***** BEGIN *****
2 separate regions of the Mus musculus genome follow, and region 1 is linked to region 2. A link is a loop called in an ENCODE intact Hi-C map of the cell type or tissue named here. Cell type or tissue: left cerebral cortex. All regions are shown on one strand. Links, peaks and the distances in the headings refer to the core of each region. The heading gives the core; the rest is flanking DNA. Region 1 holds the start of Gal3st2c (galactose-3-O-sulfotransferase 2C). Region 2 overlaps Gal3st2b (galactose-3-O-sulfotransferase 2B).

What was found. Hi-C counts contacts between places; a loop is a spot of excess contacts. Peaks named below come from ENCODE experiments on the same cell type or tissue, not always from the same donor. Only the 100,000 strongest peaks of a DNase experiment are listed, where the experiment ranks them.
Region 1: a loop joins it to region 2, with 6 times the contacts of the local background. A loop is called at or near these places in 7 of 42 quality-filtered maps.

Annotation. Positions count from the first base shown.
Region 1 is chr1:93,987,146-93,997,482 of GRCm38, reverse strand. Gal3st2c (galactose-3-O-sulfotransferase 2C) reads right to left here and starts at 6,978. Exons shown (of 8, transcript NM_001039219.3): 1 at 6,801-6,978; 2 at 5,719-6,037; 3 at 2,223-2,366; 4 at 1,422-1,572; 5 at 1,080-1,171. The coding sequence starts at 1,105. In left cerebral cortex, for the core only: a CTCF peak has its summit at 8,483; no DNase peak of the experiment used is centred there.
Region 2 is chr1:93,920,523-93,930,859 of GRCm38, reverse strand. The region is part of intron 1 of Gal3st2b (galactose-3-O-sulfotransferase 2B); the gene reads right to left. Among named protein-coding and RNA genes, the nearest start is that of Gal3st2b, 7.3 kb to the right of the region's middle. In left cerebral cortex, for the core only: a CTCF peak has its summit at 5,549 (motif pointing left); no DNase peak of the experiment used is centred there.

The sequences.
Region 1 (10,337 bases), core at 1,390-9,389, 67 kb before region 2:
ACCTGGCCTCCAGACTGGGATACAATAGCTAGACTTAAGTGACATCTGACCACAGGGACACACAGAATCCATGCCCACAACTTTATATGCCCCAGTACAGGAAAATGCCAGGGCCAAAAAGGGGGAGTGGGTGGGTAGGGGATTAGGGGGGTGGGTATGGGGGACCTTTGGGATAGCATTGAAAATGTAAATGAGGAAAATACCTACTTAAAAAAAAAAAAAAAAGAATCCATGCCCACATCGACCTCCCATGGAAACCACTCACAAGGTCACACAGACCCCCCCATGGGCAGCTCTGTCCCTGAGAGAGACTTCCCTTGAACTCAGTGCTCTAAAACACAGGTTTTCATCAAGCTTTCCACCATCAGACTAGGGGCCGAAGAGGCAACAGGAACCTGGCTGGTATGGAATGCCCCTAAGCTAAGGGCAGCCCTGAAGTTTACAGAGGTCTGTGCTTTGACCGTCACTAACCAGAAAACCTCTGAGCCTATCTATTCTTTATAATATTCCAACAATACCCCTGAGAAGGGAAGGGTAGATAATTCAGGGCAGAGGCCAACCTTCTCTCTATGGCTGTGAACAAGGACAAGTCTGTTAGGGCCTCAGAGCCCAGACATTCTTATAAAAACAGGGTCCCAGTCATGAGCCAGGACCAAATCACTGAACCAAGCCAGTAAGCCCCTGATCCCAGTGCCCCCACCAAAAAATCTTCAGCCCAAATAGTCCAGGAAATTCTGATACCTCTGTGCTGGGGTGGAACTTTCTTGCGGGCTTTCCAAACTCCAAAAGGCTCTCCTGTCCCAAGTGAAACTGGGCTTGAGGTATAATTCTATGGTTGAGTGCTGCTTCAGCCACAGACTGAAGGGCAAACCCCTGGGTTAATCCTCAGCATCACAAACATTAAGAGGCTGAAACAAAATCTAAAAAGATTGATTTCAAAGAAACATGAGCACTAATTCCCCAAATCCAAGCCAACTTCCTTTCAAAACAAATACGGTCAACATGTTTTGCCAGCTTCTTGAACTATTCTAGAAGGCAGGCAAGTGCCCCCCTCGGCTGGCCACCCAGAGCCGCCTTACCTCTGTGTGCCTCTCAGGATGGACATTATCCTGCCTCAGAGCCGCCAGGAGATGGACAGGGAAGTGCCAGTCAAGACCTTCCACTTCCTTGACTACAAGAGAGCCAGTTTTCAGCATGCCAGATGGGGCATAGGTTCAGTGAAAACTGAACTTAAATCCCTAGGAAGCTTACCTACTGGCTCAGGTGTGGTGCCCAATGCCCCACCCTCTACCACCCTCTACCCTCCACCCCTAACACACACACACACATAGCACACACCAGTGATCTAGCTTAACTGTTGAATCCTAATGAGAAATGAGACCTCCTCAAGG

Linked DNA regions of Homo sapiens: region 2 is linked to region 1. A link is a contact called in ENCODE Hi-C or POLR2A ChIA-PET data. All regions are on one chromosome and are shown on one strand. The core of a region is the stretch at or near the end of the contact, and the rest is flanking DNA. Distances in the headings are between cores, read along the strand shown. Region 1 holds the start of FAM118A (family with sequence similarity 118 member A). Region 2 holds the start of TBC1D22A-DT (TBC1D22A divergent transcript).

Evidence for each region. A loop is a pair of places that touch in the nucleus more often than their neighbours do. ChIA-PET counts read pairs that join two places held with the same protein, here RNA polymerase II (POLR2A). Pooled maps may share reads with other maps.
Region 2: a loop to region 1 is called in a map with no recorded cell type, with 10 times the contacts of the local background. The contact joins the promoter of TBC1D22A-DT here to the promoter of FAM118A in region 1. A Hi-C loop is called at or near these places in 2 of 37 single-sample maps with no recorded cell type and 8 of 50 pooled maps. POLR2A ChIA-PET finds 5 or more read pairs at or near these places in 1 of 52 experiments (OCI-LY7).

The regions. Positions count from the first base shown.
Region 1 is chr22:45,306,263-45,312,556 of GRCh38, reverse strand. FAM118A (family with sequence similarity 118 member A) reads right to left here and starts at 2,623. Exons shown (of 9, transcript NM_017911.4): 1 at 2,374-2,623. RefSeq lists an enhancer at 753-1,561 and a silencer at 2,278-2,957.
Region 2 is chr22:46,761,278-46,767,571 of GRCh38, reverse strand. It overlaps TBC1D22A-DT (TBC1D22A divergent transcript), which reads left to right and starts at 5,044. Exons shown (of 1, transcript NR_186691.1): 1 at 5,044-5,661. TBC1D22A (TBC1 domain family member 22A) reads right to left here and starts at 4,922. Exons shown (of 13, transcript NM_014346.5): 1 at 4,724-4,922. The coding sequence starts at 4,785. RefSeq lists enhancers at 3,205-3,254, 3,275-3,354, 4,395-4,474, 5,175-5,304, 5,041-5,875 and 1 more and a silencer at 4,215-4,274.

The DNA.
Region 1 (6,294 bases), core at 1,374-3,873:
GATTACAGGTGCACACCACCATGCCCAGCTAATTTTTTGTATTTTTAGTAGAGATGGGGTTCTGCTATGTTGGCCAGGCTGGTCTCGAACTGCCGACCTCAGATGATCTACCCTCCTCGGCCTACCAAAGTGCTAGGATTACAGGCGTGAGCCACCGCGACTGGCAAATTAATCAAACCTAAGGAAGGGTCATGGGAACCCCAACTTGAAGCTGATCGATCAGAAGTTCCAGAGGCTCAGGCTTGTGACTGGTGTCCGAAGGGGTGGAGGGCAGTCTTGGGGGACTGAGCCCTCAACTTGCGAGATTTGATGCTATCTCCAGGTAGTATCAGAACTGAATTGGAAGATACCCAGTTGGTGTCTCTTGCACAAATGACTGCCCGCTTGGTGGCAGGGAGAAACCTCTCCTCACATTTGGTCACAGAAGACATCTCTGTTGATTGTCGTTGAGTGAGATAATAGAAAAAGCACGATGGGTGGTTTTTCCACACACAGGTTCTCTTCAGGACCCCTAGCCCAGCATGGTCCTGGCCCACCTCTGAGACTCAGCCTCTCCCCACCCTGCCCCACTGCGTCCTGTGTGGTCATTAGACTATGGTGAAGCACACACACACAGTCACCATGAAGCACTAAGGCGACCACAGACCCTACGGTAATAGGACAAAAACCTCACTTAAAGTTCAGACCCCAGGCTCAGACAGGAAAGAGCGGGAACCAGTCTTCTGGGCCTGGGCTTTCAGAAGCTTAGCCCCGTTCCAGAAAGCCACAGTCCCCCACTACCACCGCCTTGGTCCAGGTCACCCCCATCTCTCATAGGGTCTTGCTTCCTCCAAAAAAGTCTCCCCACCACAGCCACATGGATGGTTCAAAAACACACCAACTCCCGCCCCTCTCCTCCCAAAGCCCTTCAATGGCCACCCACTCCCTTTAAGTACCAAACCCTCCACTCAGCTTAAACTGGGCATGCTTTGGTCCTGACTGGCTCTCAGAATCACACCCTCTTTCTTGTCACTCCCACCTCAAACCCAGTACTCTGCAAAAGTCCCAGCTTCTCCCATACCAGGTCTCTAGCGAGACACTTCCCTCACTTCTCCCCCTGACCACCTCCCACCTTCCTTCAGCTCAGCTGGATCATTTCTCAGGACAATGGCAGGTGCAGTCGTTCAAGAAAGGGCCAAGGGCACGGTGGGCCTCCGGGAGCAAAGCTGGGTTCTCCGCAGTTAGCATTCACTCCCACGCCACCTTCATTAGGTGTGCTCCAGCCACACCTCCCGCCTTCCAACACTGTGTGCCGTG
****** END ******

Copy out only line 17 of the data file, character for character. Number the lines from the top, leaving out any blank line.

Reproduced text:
Region 1 (6,294 bases), core at 1,374-3,873: